Telus (TU) is one of the telecom companies on our list of the best high dividend stocks with safe, growing payouts.
Telecommunication companies have long been a favorite of high-yield income investors thanks to their utility-like recurring cash flows, which typically allow for generous and secure dividends.
While blue chips AT&T (T) and Verizon (VZ) are the best known U.S. telecoms, there are some high-quality telecom names north of the border as well.
Let’s take a look at Telus, a Canadian blue chip telecom, to see if it appears to be an attractive income stock for our Conservative Retirees dividend portfolio.
Founded in 1993 in Vancouver, Canada, Telus is one of Canada’s big telecom providers with rough one-third of the national wireless market and over 40% of the internet market. The company is especially dominant in Western Canada where it serves a total of 12.7 million customers.
Telus primarily operates in four businesses:
Wireless: 8.6 million customers
Internet: 1.7 million customers
Residential Access Lines: 1.4 million customers (traditional phones)
Cable TV: 1 million customers
Telus reports the internet, phone, and cable TV businesses as part of its wireline (physical connection) business segment.
The company also operates data centers which offer cloud computing solutions (wireline data), as well a pharmacy, medical records, and medical claims management under its subsidiary Telus Health, which is also listed as part of the wireline segment.
As you can see, Telus’ wireless business is by far the most important in terms of revenue and EBITDA.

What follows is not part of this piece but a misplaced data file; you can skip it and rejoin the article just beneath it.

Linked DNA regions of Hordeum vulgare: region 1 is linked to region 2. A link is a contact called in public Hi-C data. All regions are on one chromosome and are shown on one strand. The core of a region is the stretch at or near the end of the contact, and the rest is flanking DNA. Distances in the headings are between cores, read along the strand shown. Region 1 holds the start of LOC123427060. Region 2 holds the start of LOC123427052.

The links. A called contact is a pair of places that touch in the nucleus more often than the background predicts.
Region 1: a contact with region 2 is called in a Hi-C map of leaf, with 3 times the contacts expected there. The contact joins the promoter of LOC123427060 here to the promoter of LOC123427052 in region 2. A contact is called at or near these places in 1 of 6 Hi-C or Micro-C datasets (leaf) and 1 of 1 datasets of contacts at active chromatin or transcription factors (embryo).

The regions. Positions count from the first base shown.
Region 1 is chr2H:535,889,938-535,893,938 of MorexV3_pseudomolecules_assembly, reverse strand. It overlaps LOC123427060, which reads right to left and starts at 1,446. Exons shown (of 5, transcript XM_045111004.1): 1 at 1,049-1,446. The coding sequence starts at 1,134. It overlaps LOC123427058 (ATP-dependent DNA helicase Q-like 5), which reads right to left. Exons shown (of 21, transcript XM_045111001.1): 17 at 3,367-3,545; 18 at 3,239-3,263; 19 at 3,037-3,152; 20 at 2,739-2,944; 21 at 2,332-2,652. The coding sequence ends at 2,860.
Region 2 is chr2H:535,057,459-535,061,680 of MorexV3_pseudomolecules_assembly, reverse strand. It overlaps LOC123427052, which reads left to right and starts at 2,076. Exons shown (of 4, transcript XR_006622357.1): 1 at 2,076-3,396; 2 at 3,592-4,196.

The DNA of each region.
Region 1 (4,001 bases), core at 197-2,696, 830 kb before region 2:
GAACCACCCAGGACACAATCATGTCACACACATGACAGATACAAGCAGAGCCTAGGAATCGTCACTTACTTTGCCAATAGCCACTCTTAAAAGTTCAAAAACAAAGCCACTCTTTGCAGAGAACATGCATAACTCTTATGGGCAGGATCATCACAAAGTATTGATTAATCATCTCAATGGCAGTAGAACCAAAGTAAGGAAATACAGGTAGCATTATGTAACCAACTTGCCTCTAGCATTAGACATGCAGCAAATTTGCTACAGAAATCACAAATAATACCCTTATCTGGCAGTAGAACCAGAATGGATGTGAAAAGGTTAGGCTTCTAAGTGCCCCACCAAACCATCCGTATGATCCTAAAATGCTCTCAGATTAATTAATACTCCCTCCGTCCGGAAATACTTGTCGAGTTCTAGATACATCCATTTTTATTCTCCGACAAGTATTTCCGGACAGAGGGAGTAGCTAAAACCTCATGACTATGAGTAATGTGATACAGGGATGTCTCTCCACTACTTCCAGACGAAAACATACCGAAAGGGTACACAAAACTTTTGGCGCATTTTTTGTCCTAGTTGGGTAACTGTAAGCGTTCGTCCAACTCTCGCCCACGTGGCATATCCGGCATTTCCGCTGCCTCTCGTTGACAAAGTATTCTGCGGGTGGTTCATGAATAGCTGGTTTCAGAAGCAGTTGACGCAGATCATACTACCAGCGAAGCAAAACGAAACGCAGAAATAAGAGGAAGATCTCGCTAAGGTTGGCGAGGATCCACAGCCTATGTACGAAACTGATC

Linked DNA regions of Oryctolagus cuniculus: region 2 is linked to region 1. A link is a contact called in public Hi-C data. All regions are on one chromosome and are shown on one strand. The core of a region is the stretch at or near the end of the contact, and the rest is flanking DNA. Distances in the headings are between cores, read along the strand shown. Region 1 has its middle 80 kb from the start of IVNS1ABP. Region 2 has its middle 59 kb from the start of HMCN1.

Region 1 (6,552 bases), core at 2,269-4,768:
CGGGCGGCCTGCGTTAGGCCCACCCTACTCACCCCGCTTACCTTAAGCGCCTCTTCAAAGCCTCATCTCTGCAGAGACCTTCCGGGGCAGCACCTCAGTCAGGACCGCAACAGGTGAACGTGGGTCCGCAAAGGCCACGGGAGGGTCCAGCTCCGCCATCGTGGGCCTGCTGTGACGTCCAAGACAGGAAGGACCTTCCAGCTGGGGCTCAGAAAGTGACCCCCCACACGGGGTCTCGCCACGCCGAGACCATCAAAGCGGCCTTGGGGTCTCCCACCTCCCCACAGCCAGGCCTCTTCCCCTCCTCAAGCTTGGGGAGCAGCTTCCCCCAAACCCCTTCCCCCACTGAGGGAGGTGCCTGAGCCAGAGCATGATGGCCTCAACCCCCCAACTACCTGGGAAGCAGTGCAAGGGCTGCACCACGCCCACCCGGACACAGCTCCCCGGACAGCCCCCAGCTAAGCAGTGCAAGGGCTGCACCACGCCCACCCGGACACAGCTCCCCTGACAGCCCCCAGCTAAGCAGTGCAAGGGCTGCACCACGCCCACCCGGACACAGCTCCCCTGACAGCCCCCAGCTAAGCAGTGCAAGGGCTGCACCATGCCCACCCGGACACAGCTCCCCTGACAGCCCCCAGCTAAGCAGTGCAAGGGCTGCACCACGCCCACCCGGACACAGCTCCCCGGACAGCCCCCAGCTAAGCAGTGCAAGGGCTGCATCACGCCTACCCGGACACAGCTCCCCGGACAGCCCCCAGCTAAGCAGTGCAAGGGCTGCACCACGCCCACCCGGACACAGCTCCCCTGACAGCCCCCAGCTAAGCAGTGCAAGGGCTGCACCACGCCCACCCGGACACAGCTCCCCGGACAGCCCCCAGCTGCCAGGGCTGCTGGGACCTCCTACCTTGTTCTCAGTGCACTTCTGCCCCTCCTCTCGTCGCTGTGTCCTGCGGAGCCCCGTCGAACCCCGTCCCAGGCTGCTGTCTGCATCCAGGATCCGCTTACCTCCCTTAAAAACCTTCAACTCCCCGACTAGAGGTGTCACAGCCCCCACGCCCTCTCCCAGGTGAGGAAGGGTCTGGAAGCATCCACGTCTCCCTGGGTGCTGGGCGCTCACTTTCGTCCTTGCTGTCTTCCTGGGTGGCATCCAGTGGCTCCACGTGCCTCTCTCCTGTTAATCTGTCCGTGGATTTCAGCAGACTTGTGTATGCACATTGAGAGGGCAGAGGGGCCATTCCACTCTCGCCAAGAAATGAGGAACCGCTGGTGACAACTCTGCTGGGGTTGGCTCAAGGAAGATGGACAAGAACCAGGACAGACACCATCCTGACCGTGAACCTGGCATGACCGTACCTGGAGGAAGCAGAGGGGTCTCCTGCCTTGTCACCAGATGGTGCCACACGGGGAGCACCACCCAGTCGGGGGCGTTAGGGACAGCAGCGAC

Meanwhile the company’s internet and cable TV businesses are the fastest-growing units, while its legacy phone business is in secular decline – a trend that most telecoms around the globe are dealing with.
At first glance, Telus’ recent top and bottom line growth appears potentially troubling. However, that’s largely due to currency fluctuations between the U.S. and Canadian dollar.
Also note that the apparent sharp decline in free cash flow (FCF) per share is largely due to Telus’ recent aggressive investment phase, which saw capital expenditures (i.e. investments in their networks) grow from 1.8 billion CAD in 2007 to an all-time high of 4.6 billion CAD in 2015, according to Morningstar.
|Revenue||9.074 billion CAD||12.799 billion CAD||3.9%|
|EPS||1.88 CAD||2.06 CAD||1.0%|
|FCF per Share||2.10 CAD||0.54 CAD||-14.0%|
In addition, Telus has been undergoing a long-term corporate restructuring as it pivots away from its legacy phone business and towards faster-growing and more profitable wireless, internet, and pay TV businesses.
Telus became Canada’s largest wireless company in 2000 when it agreed to acquire Clearnet Communications for $6.6 billion. The deal transformed Telus from a regional phone company to a blossoming national wireless company while also broadening the range of bundled services it could offer.
In other words, acquiring Clearnet positioned Telus to go head-to-head with major rivals Bell Communications and Rogers Communications. The company’s efforts to build out its mobile-phone presence across Canada in the years following the deal have been very successful.